The Scandal of Ulysses

The Scandal of Ulysses

Book - 1992
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Baker & Taylor
Describes the public and private controversy that has surrounded James Joyce's Ulysses, from the obscenity trials in the 20s and 30s to the recent copyright wars

Blackwell North Amer
Long before its first publication, Ulysses, the greatest novel of the twentieth century, was the cause of scandal. James Joyce's prose was denounced as obscene, and the book was banned in the United States and Great Britain. Controversy surrounded the work throughout Joyce's lifetime, and he claimed that the book would keep scholars busy for centuries.
Joyce was right. The book has become a veritable minefield for scholars, and has led to one of the world's most lucrative literary industries. In The Scandal of Ulysses, Bruce Arnold compellingly traces the life of Ulysses from its inception, through the great publication scandals of the 1920s and 1930s, and concludes with a lengthy examination of the copyright wars that have engulfed the book in recent years.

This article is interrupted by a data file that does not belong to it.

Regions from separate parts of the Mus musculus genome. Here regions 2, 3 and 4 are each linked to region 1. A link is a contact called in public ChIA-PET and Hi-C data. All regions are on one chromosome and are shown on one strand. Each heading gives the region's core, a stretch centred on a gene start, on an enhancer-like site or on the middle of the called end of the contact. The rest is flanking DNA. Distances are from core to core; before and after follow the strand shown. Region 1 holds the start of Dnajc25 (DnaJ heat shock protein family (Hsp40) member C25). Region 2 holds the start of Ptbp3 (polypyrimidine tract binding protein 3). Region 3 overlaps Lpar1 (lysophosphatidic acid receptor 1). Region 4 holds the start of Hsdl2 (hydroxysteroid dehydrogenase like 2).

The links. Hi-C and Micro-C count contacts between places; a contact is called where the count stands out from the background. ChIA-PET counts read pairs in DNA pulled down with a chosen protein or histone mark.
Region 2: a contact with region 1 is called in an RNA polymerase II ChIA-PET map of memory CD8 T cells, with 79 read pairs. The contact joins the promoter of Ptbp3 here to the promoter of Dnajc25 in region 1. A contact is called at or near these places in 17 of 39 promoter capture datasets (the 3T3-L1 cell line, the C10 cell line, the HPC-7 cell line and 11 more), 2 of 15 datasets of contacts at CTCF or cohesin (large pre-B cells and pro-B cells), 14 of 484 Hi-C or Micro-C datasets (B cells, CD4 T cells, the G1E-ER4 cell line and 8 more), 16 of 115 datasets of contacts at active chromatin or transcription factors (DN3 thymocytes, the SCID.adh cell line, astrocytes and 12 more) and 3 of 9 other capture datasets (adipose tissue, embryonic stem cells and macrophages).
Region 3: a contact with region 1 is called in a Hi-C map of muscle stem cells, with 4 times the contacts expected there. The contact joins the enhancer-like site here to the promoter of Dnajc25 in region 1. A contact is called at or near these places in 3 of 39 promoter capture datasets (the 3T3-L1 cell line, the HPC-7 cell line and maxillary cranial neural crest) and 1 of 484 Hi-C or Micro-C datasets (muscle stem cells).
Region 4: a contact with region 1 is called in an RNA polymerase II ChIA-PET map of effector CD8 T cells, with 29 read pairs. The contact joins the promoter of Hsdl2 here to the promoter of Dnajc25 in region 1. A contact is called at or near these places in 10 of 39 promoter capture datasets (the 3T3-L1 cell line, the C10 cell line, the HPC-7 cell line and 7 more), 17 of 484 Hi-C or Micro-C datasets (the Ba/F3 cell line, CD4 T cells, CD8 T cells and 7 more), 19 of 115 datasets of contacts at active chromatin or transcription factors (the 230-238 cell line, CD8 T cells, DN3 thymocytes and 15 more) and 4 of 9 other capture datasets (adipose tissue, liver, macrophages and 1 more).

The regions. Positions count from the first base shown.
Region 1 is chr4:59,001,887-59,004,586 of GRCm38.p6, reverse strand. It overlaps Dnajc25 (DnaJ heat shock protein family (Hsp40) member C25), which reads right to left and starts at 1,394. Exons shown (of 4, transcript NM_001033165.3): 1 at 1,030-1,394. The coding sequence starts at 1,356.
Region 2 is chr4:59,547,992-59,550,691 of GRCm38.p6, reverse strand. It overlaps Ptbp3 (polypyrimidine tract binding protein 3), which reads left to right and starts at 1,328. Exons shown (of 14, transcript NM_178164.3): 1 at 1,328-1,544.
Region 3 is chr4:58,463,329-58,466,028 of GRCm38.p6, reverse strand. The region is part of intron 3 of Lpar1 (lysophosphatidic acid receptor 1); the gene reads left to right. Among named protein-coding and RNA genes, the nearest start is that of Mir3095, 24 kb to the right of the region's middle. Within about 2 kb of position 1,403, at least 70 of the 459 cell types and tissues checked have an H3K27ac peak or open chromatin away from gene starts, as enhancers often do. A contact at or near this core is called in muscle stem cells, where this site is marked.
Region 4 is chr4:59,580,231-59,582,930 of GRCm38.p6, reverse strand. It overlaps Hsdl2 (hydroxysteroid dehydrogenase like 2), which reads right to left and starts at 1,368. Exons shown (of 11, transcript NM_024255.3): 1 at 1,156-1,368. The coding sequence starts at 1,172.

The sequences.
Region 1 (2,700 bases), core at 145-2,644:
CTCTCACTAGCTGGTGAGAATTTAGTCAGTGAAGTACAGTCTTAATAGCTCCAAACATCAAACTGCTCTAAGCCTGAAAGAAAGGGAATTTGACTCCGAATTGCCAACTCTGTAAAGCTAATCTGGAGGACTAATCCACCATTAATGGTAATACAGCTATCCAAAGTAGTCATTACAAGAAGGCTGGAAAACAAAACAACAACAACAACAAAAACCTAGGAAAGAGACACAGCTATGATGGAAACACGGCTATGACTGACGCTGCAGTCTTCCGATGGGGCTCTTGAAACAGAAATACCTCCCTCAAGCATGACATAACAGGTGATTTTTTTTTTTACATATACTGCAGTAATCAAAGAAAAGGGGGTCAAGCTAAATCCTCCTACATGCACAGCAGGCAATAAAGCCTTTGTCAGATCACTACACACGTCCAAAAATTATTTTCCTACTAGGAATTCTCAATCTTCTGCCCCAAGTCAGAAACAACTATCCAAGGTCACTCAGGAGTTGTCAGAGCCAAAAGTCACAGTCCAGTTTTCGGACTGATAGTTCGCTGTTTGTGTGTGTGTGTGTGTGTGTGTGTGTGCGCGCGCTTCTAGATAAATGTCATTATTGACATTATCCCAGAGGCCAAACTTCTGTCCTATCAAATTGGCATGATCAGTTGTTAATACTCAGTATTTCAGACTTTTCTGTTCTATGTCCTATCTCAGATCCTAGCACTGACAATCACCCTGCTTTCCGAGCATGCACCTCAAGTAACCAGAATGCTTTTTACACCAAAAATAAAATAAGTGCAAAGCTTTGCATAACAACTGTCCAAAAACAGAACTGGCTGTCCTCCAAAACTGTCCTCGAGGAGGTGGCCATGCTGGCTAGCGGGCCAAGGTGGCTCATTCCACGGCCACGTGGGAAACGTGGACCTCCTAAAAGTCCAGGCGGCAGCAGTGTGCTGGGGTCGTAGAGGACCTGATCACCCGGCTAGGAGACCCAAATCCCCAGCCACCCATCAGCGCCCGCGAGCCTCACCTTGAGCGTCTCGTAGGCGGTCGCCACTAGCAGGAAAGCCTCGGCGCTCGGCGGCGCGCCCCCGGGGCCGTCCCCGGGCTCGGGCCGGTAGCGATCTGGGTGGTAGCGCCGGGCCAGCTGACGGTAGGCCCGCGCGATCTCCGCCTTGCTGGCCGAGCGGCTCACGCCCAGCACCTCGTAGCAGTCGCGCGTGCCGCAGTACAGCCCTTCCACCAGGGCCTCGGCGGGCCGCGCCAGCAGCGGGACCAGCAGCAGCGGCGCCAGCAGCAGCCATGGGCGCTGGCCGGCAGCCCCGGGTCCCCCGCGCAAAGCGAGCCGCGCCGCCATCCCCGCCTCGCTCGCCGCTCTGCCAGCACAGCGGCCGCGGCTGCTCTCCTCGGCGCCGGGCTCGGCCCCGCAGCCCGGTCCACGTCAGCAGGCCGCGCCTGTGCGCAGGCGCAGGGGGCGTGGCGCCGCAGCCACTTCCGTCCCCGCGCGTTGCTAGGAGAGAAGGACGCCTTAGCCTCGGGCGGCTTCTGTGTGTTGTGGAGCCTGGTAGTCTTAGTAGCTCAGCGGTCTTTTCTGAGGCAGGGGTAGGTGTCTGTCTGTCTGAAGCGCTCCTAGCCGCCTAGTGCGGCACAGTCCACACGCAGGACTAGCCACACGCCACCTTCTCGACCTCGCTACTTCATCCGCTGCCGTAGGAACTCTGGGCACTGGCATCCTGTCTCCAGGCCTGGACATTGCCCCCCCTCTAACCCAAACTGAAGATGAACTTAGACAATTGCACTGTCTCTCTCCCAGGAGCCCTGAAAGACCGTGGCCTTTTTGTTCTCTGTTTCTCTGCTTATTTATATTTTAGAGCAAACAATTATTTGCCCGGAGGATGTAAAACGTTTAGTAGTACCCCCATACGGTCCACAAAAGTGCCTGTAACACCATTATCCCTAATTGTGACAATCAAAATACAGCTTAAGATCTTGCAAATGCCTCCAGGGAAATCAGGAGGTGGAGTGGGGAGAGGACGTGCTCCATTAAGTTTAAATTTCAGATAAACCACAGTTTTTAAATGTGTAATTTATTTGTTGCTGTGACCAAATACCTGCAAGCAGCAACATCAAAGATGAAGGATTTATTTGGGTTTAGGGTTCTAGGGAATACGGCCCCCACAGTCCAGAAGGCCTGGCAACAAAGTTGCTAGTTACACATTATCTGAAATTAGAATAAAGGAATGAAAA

In this, the most complete history of Ulysses written to date, Arnold draws a vivid portrait of Dublin, London, and Paris in the period between the two great wars, through which we gain a more complete understanding of both early conflicts and more recent ones.
Chief among these is Ulysses: The Corrected Text, which was hailed as the ideal version of the book when it appeared in 1986, and its German editor, Hans Walter Gable, as a brilliant scholar who had restored Joyce to the reading public in as near perfect a version as was possible. Two years later, he was publicly denounced by John Kidd, a young American Joyce scholar, and one of the most ferocious literary controversies of recent times erupted.
Joyceans worldwide were deeply divided over the merits and defects of the new edition. Arguments against the Gabler version grew in volume. The earlier 1961 Ulysses was restored to the market place. New publishers came forward to edit and produce new versions. And the legal copyright, which ran out at the end of 1991, has caused more chaos, particularly in light of a new version of Ulysses edited by John Kidd, being published by W. W. Norton.
In a lively work of literary detection, with an American introduction written for the new edition. Bruce Arnold sets out the background, examines the legal loopholes, analyzes the arguments on both sides, looks at some of the hidden agendas, including controversial letters, and comes up with surprising and provocative conclusions.

Publisher: New York : St. Martin's Press, [1992]
ISBN: 9780312082888
Branch Call Number: 823x JOYCE ARNOL


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